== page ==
Shostakovich & Kabalevsky: Cello Sonatas (CD)

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Steven Isserlis, Olli Mustonen

Steven Isserlis and Olli Mustonen play Shostakovich’s Cello Sonata in D Minor – deemed as ‘the most popular cello sonata of the twentieth century’ - alongside two other Russian masterpieces, from pre-revolutionary Prokofiev to Kabalevsky in the Khrushchev era.

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Gramophone Magazine

February 2019 Editor's Choice

"Isserlis and Mustonen make a strong case for [the Kabalevsky] in a performance of grand gestures that proves a real roller coaster ride. Isserlis’s intensity and Mustonen’s pianistic weight suit the piece wonderfully well...The Shostakovich Sonata, in contrast, seems spacious and ruminative, particularly when placed beside Rostropovich’s performances with Britten at Aldeburgh...The shorter pieces are also superbly done."

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Kabalevsky: Cello Sonata in B flat, Op. 71

Prokofiev: Adagio for cello & piano (from Cinderella), Op. 97bis

Prokofiev: Ballade for Cello and Piano in C minor, Op. 15

Shostakovich: Cello Sonata in D minor, Op. 40

Shostakovich: Moderato in A minor for cello & piano

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Russian chamber music brought to life by two superb musicians



This gripping recital covers 20th century Russian music for cello and piano, beginning chronologically with Serge Prokofiev’s early Ballade of 1912, via Shostakovich's Sonata, and ends rather neatly with Dmitri Kabalevsky’s Rondo in Memory of Prokofiev from 1965. The cello figured prominently in all three composers’ outputs, mainly because Russia produced one of the world’s great cellists in Mstislav Rostropovich.

Dmitri Shostakovich’s Cello Sonata was composed in 1934, a year when his first marriage was heading for divorce and he was about to fall spectacularly out of favour with Stalin. (Shostakovich and his wife Nina did divorce, but then remarried. Stalin’s condemnation had more far-reaching consequences.) In four movements, the sonata is one of his best early works. The first movement has a compelling lyrical flow; the savage 'Allegro' movement is reminiscent of similar movements in the symphonies, while the concluding allegro by contrast is perky and ironic.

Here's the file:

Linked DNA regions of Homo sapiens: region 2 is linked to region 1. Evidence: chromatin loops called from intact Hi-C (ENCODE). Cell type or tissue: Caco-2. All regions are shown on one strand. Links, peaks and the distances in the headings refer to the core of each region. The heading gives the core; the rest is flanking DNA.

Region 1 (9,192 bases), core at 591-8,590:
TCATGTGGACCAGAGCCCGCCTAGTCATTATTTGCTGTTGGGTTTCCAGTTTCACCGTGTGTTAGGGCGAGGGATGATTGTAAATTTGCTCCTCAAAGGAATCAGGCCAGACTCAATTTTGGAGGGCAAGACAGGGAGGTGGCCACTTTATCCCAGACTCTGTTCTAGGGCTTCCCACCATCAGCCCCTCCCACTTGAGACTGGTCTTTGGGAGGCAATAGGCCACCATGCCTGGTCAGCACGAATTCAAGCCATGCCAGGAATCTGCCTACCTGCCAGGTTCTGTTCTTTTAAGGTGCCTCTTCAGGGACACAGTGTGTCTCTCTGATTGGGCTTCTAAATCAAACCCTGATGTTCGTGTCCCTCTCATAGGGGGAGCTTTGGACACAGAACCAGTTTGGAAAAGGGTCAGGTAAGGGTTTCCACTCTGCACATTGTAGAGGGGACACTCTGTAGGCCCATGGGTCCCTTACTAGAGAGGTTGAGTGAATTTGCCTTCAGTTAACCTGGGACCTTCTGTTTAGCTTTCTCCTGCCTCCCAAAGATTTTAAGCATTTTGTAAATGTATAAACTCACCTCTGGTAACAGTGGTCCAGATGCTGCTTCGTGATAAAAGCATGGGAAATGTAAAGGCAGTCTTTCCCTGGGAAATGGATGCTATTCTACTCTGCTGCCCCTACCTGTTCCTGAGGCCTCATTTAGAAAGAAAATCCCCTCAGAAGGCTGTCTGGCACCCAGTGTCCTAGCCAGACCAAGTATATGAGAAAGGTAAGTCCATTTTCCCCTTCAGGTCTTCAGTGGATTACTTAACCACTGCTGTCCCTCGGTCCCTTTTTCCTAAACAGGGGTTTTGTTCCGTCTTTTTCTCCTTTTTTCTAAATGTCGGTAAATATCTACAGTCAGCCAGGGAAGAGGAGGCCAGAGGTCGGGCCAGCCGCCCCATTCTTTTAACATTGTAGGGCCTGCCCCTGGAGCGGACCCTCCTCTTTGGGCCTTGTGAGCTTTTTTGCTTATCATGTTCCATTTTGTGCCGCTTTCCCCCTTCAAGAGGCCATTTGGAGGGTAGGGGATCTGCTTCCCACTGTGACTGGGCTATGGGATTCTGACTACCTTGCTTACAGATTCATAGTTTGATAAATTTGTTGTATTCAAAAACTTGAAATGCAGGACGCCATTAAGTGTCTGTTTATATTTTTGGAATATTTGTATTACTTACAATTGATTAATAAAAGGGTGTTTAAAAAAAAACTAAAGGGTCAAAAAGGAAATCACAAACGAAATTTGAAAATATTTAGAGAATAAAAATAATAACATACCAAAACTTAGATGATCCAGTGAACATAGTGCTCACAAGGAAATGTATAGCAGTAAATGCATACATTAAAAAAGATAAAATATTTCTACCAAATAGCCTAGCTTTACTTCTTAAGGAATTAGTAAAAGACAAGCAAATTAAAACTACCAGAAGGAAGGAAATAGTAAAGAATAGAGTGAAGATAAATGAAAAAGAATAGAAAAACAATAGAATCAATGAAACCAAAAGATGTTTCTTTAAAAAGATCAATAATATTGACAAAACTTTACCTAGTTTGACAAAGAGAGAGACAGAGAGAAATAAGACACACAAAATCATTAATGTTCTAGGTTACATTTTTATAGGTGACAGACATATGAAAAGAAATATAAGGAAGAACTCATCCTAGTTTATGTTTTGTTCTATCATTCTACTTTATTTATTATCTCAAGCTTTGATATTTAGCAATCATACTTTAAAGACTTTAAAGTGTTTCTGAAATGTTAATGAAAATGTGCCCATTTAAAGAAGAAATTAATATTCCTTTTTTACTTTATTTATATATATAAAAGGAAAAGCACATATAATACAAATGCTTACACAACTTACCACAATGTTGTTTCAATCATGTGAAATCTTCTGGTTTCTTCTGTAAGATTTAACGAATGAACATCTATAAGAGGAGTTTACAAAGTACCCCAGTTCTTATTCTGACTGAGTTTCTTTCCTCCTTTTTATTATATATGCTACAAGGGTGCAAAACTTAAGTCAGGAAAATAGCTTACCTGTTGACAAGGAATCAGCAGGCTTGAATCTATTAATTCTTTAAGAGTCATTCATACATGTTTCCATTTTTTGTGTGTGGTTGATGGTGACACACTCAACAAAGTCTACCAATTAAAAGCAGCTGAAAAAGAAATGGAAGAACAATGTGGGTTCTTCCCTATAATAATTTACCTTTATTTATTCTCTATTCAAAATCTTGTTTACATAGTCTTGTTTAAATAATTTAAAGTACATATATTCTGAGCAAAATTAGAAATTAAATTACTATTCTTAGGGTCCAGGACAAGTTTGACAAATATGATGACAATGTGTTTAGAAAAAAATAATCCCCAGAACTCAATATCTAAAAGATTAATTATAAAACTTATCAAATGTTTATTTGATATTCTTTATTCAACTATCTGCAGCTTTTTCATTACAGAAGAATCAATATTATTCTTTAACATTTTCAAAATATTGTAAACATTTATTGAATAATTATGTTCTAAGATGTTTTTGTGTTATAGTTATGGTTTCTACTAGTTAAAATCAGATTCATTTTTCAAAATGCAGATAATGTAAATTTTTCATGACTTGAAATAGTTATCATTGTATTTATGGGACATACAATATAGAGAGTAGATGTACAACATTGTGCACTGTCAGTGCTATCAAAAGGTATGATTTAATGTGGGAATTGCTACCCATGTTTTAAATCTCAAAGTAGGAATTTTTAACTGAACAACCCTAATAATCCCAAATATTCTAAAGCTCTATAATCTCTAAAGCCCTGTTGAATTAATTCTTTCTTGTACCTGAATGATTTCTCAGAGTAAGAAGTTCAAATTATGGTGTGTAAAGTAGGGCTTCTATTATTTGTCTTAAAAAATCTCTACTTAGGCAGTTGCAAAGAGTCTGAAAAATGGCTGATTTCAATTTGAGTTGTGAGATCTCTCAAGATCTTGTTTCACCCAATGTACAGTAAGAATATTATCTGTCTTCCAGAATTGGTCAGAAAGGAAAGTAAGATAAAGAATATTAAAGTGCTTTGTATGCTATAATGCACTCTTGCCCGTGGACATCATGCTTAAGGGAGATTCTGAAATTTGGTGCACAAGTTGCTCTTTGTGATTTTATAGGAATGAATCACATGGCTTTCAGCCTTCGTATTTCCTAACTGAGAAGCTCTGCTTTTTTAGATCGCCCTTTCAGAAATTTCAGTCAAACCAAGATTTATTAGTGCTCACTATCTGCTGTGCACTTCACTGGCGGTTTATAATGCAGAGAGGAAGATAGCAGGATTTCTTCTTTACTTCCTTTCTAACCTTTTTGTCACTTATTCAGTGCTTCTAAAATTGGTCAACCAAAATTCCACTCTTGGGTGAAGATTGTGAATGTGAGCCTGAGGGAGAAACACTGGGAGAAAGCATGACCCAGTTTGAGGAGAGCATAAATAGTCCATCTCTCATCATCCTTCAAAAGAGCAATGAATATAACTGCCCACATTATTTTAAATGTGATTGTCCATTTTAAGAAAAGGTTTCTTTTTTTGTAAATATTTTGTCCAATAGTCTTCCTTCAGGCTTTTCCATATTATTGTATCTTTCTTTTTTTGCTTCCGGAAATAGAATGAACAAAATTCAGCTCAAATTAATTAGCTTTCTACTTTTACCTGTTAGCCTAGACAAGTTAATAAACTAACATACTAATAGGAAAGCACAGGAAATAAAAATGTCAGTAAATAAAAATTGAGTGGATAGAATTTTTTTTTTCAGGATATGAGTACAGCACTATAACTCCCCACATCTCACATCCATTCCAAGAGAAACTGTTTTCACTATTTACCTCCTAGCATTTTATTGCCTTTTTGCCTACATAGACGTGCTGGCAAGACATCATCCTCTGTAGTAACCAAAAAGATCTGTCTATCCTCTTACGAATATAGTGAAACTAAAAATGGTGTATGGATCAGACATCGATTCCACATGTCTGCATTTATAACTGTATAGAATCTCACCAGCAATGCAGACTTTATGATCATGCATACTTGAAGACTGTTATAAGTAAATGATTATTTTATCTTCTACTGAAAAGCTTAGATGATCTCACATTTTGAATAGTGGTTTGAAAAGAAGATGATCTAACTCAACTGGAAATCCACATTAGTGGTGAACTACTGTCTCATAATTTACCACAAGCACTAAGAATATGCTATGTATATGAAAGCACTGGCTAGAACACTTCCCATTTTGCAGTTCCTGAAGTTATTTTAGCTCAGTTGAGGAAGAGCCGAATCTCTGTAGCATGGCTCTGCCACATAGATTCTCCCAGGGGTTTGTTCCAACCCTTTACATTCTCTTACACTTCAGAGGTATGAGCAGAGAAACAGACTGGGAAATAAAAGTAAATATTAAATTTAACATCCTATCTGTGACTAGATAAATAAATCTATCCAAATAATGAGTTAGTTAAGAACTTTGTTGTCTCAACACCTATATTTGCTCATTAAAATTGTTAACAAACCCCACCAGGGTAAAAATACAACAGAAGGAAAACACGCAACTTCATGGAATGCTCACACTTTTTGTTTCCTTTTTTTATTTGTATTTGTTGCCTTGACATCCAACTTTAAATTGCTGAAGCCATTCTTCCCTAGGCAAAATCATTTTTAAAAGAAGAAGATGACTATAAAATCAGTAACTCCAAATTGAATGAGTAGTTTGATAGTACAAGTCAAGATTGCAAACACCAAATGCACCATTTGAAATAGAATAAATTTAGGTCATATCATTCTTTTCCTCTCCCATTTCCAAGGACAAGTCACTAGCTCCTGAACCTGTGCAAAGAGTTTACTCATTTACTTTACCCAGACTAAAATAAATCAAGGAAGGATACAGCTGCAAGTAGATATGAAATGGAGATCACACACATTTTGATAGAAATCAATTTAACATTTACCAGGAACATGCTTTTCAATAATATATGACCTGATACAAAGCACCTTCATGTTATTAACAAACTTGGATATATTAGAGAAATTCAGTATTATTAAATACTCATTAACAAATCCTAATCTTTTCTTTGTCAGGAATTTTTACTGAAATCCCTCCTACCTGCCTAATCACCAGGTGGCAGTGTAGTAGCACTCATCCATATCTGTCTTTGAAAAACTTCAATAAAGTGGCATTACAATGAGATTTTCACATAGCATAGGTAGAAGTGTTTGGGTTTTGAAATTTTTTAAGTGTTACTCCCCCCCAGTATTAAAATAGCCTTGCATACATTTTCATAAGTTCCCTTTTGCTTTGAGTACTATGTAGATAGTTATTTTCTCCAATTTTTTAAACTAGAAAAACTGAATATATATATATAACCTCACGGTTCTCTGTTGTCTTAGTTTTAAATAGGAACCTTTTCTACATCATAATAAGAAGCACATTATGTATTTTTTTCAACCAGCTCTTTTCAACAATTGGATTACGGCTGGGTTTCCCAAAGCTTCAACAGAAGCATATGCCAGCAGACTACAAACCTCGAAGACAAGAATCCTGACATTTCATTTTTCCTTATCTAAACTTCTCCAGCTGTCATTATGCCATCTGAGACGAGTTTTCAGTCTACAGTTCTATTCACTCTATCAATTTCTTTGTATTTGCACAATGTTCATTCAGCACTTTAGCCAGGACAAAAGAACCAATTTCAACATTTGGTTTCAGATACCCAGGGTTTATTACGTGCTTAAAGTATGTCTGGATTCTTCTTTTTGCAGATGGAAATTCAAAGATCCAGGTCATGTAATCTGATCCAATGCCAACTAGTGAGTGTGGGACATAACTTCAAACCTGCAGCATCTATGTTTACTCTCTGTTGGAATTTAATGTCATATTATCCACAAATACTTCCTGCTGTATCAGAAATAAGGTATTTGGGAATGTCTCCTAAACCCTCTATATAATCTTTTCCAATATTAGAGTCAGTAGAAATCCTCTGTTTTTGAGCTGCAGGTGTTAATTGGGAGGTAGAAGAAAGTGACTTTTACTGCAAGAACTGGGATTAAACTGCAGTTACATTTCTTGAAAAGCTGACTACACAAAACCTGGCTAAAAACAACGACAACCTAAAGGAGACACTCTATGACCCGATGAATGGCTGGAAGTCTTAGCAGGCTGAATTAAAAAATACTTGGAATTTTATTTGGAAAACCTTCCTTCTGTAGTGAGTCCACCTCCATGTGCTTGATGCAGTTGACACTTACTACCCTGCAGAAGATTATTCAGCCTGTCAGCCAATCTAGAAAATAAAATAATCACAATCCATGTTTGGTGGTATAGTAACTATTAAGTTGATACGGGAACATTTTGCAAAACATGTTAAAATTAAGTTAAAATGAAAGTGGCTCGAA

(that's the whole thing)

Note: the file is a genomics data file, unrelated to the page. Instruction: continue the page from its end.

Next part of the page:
Kabalevsky’s Sonata, written for Rostropovich in 1962, is one of his most serious and sincerely felt compositions (along with the Second Cello Concerto of two years later). In three movements, the work opens and closes with a bell motif and a troubled cello theme that is answered by a chorale from the piano. There is a nostalgic feel to the second movement, a scherzo using pizzicato, and the rapid, frenzied finale almost gets out of control before the gentle music of the opening reappears.

British cellist Steven Isserlis and Finnish pianist Olli Mustonen have performed as a duo for over three decades. Mustonen’s remarkable clarity of touch and Isserlis’s elegance work beautifully together. Listen to their synergy in the finale of the Shostakovich sonata, or their complementary strengths in the first movement of the Kabalevsky, where Mustonen’s calming piano contrasts with Isserlis’s yearning cello. Prokofiev’s Adagio “Cinderella and the Prince”, arranged for cello and piano by the composer from his ballet Cinderella, is ideal for Isserlis with its long lyrical phrases.

Say no more: this disc is simply unmissable. 5 STARS